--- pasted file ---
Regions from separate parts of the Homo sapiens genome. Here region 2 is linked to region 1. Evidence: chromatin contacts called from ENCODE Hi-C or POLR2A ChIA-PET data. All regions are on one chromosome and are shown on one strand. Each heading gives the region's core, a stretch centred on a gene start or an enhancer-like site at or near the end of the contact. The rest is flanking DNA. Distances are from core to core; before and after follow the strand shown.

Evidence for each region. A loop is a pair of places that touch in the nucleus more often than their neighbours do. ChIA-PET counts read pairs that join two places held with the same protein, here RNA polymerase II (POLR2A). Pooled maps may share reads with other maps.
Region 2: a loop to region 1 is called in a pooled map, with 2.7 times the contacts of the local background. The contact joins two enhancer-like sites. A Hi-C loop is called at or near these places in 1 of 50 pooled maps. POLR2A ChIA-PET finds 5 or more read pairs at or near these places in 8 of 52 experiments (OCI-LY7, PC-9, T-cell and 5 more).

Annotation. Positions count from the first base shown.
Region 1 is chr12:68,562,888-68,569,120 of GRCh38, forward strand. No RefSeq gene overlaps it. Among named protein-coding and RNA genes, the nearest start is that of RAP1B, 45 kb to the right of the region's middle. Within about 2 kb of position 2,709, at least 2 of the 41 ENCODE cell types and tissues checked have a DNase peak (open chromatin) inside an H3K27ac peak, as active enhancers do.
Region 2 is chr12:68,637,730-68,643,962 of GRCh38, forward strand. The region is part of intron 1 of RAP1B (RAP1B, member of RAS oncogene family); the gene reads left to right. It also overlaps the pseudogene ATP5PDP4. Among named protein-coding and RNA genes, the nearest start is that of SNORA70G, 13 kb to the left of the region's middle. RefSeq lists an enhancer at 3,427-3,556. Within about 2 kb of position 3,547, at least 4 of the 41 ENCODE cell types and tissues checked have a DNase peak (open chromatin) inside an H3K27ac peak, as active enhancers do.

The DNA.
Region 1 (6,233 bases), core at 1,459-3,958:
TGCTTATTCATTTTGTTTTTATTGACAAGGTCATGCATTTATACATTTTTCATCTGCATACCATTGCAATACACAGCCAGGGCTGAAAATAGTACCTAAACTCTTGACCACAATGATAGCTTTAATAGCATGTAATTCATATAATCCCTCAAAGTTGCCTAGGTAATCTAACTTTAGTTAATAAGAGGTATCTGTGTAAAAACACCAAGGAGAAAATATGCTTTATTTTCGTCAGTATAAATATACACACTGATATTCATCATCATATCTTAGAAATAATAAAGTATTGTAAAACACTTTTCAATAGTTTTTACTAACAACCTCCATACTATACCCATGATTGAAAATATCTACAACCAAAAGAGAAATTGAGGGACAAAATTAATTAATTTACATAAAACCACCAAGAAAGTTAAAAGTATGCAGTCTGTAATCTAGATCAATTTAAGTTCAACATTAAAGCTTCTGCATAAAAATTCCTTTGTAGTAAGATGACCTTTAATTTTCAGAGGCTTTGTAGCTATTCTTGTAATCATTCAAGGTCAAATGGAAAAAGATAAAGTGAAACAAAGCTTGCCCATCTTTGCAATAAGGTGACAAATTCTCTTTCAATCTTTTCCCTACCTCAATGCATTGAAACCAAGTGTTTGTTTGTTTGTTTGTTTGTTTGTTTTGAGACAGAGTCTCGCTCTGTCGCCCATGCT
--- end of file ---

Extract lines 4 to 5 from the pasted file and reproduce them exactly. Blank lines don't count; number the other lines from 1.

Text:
Annotation. Positions count from the first base shown.
Region 1 is chr12:68,562,888-68,569,120 of GRCh38, forward strand. No RefSeq gene overlaps it. Among named protein-coding and RNA genes, the nearest start is that of RAP1B, 45 kb to the right of the region's middle. Within about 2 kb of position 2,709, at least 2 of the 41 ENCODE cell types and tissues checked have a DNase peak (open chromatin) inside an H3K27ac peak, as active enhancers do.